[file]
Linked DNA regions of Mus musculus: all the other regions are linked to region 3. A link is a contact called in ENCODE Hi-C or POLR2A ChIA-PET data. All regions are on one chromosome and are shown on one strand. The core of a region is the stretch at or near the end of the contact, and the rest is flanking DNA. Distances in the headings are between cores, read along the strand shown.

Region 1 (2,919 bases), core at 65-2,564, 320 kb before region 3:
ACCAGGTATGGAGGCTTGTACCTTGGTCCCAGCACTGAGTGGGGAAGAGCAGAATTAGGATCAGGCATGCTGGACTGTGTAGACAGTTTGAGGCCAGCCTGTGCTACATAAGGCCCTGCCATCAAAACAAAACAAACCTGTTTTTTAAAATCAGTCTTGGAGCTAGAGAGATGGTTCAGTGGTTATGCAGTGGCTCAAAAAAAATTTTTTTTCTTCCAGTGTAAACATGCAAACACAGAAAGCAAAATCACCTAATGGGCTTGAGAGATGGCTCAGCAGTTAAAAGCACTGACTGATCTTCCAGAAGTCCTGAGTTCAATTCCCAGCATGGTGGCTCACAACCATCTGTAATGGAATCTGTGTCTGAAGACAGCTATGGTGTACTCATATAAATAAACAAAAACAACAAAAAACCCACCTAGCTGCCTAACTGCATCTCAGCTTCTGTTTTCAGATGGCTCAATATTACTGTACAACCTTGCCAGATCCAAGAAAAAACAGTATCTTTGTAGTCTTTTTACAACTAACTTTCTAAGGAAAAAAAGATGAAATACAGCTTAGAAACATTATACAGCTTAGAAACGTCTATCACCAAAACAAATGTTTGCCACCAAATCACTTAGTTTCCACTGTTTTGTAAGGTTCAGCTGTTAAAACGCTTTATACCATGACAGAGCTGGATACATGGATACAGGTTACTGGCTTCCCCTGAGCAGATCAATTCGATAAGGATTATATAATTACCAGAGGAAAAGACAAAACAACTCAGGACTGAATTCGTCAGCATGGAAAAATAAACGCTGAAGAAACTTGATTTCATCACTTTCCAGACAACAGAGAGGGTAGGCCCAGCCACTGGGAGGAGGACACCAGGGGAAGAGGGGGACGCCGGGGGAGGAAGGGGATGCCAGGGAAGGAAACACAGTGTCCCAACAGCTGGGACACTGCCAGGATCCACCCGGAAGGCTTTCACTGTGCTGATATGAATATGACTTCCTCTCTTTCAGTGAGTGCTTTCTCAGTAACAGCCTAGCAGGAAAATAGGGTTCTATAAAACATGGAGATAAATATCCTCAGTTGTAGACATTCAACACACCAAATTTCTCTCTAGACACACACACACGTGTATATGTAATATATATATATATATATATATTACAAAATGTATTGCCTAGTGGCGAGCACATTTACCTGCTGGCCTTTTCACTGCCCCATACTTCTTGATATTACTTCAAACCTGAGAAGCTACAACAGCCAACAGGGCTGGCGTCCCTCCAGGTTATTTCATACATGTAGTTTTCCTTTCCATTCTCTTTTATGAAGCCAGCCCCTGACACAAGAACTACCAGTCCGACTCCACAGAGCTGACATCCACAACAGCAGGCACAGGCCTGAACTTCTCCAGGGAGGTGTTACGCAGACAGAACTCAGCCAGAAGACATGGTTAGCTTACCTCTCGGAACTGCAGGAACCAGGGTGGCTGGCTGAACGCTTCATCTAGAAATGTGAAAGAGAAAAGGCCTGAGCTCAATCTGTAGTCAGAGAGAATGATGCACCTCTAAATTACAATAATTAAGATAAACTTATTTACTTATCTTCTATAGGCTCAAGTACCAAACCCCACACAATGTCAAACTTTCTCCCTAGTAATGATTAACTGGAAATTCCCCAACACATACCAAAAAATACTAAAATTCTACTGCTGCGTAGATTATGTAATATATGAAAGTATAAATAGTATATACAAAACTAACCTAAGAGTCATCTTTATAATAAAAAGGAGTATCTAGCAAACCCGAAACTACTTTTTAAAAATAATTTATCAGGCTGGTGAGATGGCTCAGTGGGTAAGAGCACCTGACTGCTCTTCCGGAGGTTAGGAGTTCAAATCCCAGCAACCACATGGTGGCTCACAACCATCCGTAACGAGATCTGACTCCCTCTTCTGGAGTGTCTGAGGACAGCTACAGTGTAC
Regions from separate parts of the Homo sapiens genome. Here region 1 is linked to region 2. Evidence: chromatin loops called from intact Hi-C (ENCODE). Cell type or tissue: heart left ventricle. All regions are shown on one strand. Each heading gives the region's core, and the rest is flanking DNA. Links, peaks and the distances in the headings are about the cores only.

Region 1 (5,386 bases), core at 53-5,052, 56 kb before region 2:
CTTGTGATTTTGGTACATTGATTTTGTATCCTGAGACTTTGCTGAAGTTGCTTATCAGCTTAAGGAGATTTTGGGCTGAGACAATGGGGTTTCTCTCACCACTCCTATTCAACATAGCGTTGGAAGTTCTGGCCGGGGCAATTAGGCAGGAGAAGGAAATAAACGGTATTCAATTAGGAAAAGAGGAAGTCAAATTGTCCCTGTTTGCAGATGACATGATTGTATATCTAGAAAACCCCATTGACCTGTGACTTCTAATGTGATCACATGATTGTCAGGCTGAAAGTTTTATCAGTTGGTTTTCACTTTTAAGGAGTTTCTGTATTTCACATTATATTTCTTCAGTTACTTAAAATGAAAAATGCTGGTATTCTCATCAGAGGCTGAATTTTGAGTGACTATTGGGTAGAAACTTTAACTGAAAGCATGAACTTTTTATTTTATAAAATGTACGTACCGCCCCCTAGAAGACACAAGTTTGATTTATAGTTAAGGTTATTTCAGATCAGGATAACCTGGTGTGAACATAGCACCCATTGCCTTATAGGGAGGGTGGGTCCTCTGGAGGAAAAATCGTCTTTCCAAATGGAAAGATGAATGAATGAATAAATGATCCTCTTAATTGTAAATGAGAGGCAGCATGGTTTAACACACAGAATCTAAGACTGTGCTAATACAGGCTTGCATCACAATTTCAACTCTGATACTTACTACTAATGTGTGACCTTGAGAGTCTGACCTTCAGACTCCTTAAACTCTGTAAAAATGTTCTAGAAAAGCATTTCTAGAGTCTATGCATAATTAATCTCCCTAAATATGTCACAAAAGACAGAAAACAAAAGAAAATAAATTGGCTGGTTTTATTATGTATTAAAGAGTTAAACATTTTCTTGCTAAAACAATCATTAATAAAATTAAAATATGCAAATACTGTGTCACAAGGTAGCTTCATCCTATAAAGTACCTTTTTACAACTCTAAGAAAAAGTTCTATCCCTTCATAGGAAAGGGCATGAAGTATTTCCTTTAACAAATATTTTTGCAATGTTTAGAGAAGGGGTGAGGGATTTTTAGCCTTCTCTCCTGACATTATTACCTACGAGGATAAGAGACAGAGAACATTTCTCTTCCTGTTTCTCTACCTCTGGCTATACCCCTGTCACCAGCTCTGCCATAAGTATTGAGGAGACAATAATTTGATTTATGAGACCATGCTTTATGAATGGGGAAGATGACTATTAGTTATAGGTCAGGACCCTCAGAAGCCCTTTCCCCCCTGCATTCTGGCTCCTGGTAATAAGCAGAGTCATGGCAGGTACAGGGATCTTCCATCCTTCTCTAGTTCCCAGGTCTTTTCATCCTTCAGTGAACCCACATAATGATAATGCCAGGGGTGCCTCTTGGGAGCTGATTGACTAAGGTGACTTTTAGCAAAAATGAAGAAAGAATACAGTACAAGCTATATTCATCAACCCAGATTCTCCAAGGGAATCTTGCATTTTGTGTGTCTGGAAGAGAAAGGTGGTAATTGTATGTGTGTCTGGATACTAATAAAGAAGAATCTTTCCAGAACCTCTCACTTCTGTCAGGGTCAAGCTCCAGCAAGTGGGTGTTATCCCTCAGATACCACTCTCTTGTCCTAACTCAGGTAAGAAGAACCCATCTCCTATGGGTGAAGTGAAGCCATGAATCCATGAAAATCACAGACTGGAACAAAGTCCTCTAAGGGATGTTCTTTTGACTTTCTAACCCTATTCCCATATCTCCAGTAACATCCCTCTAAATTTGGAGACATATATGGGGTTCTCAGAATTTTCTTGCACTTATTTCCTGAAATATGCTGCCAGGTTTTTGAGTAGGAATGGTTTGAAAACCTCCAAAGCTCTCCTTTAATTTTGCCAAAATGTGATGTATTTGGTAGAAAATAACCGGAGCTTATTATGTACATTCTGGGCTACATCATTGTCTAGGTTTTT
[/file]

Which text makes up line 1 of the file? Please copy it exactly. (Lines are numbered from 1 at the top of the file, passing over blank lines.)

Linked DNA regions of Mus musculus: all the other regions are linked to region 3. A link is a contact called in ENCODE Hi-C or POLR2A ChIA-PET data. All regions are on one chromosome and are shown on one strand. The core of a region is the stretch at or near the end of the contact, and the rest is flanking DNA. Distances in the headings are between cores, read along the strand shown.